post-graduate fellowship, which enabled him to remain at the 
School another year. Allan Sobelman, of Ivyland, Pennsyl- 
vania, was salutatorian, and received an award as the "most 
capable and efficient senior in dairying." 

Dr. H. B. Allen, President, presided and awarded the 
diplomas to the graduates, who were presented by C. L. 
Goodling, Dean of Agriculture. The farewell message on be- 


half of the faculty was delivered by Samuel B. Samuels, 
Director of Athletics and Instructor in Rural Sociology, 


Harry Ershler High Point, N. C. 

*Abe Levitsky Salem, N. J. 

Solomon Malinsky New York City, N. Y, 

Frank G. Riess Seattle, Wash. 

"Allan Sobelman Ivyland, Pa. 


Herman Binder Baltimore, Md. 

*Robert Raymond Groben, Jr Philadelphia, Pa. 

Max A. Sernoffsky Buffalo, N. Y. 

C. Richard Thomas Manoa, Pa. 


Walter F. Auch, Jr Easton, Pa. 

Richard Karlsen, Jr Vacaville, Calif. 

Arnold Malin Philadelphia, Pa. 

*Kurt Nathan Binghamton, N. Y. 


Walter Neumann New York City, N. Y. 

Seymour Schalman Brooklyn, N. Y. 

William Weisberg Philadelphia, Pa. 


Benjamin F. Bershtein Philadelphia, Pa. 

Nathan Bogdonoff Sunnyside, L. I., N. Y. 

Edward Grosskopf Great Neck, L. I., N. Y. 

Warren F. Kastner Philadelphia, Pa. 

Lester Males Passaic, N. J. 


Charles Bai-al Brooklyn, N. Y. 

Vincent Henrich Bristol, Pa. 

*Edward Meyer Katz Boston, Mass. 

Theodore Klein New York City, N. Y. 

Seth Lowenthal New York City, N. Y. 

Arthur Pekeris Cambridge, Mass. 

Sidney M. Rappaport Chicago, 111. 

Solomon B. Schwartz New York City, N. Y. 

^Chester Jacob Teller, II Philadelphia, Pa. 

Leo Levi Elkins Park, Pa. 

*HoNOR Students — These students according to averages of grades in 
class and practical work are in the top fifth of the class. 


Prize awards were announced by Samuel J. Gurbarg, 
Director of Student Relations, as follows : Kurt Nathan and 
Allan Sobelman, as mentioned above ; Robert Raymond 
Groben, Jr., Prize for the highest marks in supervised prac- 
tice, the Farm Machinery Prize and the General Agriculture 
Prize; Nathan Bogdonoff, the Landscape Prize; Edward 
Meyer Katz, the Poultry Prize ; and William Weisberg, the 
Floriculture Prize. 

Reverend Charles Freeman, of Doylestown, prounced the 
benediction, after which the entire audience, accompanied by 
the student band, joined in the singing of "The Star Spangled 

At the conclusion of the Graduation Exercises, faculty 
and students fell in line and, followed by the entire audience, 
proceeded to the chapel grounds nearby, where the ground- 
breaking ceremonies for a new chapel were held. These 
ceremonies and those taking part in them included : 

"Our Need of a Chapel" President Allen 

"Here the Founder Spoke" Joseph H, Hagedorn 

"A Student Looks Ahead" Milton Samovitz 

"The First Spade Is Turned"_„_Mrs. Joseph Krauskopf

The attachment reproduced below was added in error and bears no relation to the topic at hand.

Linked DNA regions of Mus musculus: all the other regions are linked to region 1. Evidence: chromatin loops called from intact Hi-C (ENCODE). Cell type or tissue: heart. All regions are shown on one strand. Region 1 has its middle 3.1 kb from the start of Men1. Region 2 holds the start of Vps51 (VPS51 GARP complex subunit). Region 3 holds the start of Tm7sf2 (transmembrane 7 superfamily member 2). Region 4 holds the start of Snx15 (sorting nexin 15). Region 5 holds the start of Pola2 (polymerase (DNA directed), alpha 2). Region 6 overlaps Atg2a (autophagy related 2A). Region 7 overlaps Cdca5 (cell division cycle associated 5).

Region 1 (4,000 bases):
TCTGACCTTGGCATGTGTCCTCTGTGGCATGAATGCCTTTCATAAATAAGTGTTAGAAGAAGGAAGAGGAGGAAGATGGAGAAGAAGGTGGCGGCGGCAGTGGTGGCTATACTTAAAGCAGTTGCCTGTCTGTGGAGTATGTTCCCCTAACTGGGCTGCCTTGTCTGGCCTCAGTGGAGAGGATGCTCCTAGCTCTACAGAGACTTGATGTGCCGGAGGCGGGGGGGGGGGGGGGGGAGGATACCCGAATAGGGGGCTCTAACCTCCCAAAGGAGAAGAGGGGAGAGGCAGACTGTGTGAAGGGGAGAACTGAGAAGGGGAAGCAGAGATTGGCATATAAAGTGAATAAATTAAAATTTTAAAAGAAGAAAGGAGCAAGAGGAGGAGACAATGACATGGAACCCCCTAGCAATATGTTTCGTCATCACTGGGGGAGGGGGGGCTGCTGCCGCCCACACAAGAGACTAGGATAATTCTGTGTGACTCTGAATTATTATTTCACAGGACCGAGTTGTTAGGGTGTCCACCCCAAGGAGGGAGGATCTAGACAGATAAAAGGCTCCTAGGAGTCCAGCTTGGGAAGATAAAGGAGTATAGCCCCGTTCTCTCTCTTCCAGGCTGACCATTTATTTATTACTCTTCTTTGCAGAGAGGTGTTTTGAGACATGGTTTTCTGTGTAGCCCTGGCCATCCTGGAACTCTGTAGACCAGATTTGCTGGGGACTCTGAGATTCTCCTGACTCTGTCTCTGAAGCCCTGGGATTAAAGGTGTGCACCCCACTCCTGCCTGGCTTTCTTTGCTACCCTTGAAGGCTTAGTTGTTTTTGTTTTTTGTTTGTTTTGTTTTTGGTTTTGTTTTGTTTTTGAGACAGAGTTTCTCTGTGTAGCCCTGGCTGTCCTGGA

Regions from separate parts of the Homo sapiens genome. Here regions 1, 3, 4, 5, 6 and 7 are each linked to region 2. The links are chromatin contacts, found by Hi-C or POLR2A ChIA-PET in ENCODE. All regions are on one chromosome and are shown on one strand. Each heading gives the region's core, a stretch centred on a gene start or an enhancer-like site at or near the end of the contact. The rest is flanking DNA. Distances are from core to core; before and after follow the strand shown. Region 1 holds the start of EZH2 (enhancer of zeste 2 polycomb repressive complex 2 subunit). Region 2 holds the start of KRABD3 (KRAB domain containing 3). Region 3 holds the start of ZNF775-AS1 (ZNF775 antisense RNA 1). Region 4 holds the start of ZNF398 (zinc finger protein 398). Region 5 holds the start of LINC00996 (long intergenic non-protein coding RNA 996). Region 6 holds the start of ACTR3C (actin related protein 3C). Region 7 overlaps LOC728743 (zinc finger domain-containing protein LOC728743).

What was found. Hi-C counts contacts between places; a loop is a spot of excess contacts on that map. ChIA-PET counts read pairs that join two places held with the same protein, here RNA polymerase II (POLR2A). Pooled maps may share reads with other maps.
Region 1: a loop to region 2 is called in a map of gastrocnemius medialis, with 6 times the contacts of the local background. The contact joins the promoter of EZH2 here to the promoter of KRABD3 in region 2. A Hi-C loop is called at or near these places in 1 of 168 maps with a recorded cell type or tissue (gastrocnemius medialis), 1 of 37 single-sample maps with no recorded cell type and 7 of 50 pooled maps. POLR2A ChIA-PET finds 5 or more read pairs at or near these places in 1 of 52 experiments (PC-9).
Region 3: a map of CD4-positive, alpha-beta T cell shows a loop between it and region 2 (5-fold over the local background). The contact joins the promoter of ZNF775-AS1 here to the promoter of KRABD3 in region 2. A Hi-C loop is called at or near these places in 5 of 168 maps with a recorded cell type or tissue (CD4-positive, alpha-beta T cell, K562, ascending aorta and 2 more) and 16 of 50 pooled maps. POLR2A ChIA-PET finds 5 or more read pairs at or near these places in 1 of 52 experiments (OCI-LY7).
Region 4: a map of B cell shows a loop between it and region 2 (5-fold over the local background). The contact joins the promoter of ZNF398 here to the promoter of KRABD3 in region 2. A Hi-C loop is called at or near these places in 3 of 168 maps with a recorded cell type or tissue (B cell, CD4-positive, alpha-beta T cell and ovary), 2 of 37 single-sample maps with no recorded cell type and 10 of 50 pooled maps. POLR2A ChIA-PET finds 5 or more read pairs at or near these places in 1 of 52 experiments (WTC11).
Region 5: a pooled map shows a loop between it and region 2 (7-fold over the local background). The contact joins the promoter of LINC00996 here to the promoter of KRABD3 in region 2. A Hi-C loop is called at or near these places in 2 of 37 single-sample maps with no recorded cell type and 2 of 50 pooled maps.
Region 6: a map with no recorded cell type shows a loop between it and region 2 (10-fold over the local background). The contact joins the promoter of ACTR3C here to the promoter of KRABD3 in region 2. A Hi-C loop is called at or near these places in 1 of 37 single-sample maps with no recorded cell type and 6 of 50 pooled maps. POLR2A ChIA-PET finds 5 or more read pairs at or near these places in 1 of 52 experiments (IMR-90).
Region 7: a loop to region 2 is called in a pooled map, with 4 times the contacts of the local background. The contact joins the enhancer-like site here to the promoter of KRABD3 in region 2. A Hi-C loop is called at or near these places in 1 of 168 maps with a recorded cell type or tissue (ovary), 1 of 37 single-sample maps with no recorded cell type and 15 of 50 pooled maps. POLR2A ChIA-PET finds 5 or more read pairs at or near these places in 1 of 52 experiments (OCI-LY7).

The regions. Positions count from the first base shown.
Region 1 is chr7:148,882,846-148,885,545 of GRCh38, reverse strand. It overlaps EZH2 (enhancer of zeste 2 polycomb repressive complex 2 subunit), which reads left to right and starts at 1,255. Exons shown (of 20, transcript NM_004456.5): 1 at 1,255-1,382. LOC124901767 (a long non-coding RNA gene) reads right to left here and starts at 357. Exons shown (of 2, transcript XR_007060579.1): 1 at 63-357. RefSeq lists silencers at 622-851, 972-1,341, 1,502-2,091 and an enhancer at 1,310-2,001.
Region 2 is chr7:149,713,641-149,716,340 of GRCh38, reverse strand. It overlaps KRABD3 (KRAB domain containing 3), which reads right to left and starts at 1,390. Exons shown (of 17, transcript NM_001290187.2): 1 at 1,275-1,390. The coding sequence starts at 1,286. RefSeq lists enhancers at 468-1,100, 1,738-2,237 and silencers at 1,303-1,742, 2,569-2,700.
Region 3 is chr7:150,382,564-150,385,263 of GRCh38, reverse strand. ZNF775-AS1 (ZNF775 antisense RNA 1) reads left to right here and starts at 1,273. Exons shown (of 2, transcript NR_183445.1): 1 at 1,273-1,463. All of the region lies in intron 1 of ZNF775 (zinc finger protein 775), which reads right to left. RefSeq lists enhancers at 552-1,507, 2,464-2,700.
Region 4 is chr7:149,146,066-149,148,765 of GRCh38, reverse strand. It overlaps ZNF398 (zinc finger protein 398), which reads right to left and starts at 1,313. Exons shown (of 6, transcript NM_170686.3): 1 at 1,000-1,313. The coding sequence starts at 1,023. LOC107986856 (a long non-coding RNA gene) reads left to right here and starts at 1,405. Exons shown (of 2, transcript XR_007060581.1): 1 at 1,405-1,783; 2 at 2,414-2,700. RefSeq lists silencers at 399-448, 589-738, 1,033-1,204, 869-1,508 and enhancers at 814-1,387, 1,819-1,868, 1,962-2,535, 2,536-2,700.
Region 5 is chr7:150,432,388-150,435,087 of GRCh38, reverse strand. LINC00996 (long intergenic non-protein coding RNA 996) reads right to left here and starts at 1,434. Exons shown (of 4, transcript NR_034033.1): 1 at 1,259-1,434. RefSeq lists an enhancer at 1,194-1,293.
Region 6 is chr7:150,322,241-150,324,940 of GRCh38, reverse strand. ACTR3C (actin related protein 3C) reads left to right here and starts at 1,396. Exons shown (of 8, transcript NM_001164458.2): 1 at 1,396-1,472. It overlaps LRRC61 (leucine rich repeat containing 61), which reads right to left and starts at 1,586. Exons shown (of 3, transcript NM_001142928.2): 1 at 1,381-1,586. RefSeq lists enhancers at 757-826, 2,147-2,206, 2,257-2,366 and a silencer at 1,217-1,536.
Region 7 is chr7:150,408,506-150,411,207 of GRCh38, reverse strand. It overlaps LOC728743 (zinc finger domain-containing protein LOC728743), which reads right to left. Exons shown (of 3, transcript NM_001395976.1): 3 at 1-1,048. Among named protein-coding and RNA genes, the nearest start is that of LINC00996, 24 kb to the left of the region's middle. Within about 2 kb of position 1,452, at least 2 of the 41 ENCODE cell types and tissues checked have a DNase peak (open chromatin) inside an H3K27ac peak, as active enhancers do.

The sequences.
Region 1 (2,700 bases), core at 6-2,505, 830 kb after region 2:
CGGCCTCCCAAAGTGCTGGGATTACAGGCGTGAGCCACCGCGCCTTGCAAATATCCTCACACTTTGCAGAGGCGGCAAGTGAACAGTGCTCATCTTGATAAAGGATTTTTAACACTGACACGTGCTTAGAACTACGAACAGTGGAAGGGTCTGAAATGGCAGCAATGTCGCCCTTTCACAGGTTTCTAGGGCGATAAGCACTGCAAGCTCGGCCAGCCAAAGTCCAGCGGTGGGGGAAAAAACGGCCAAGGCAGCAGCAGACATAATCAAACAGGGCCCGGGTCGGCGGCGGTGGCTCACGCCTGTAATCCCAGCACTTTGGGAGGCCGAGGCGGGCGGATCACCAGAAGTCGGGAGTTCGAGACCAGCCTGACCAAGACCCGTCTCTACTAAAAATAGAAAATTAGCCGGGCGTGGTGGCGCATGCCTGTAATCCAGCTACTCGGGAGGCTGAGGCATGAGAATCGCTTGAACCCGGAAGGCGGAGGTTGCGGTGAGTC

Prayer Rabbi Sidney E. Unger 

Flocks of White Leghorns, Rhode Island Reds and Barred Rocks are 
available for study. A small flock of Turkeys is also maintained for 

student instructioyi. 


_ it 





diverts worthy boys from overcrowded professions of congested 
areas to productive and satisfying careers on the land 

offers to young refugees fleeing the chaos of Europe, new hope for 
useful lives as tillers of the soil 

makes an important contribution to one of our most essential war- 
time needs through its program, of training in the operation and main- 
tenance of modern machinery and in the production of agricultural com- 
modities so vital to the nation's economy. 

Continuing for the duration of the war-time emergency, the long- 
established, three-year course will be supplemented by a series of one- 
year specialized units. 

Federal defense courses for out-of-school youth are provided five 
evenings a week. 

Vocational training of a highly practical nature is offered in Farm 
Machinery, Poultry Husbandry, Dairying, Horticulture, Landscape Gar- 
dening, Floriculture, Field Crops. 

In order to provide sufficient practice in normal farming operations, 
the acreage is large and all departments are extensive. 

The school year operates from April to April. High school students 
who receive their diplomas in June may enter the term immediately after 
graduation. Special arrangements make it possible for such candidates to 
make up the work they have missed. 

Scholarships of unusual proportions are available to deserving can- 
didates and include in many cases in addition to tuition (which is free to 
all students), board, room, textbooks, heavy laundry and infirmary care. 

Young men 17 and over of any creed, possessing sound health, good 
character, with a record indicating good, average intelhgence, and a sin- 
cere interest in rural life, may apply. 

Visitors are welcome and will be given the opportunity to inspect any 
of the various departments in which they may be interested. 

The National Farm School is supported by voluntary contributions. 




SUNDAY, JUNE 8, 1941 

Once again, The National Farm School was host to several 
thousand persons who came from all parts of the country to 
attend the Annual Founders Day celebration on Sunday, 
June 8, 1941, to pay tribute to the memory of the Founder 
and to enjoy the natural beauty and refreshing atmosphere 
of the spacious campus. 

Louis Schlesinger, of Newark, N. J., Chairman of the 
National Board and associated with the School for more than 
thirty years, was Honorary Chairman of the exercises. 

The formal program was opened with an invocation by 
Dr. William H. Fineshriber, of Philadelphia. There followed 
a brief address of welcome by Dr. H. B. Allen, President of 
the School, who, after eulogizing the work of the Founder 
and the benefactors who had died during the year, announced 
a gift of $5,000 from the estate of Isaac H. Silverman, of 
Philadelphia. President Allen, referring to the period of un- 
certainty in which our nation is placed and the continued 
spread of the war, stated that "whatever comes, The National 
Farm School, along with other institutions of a similar nature,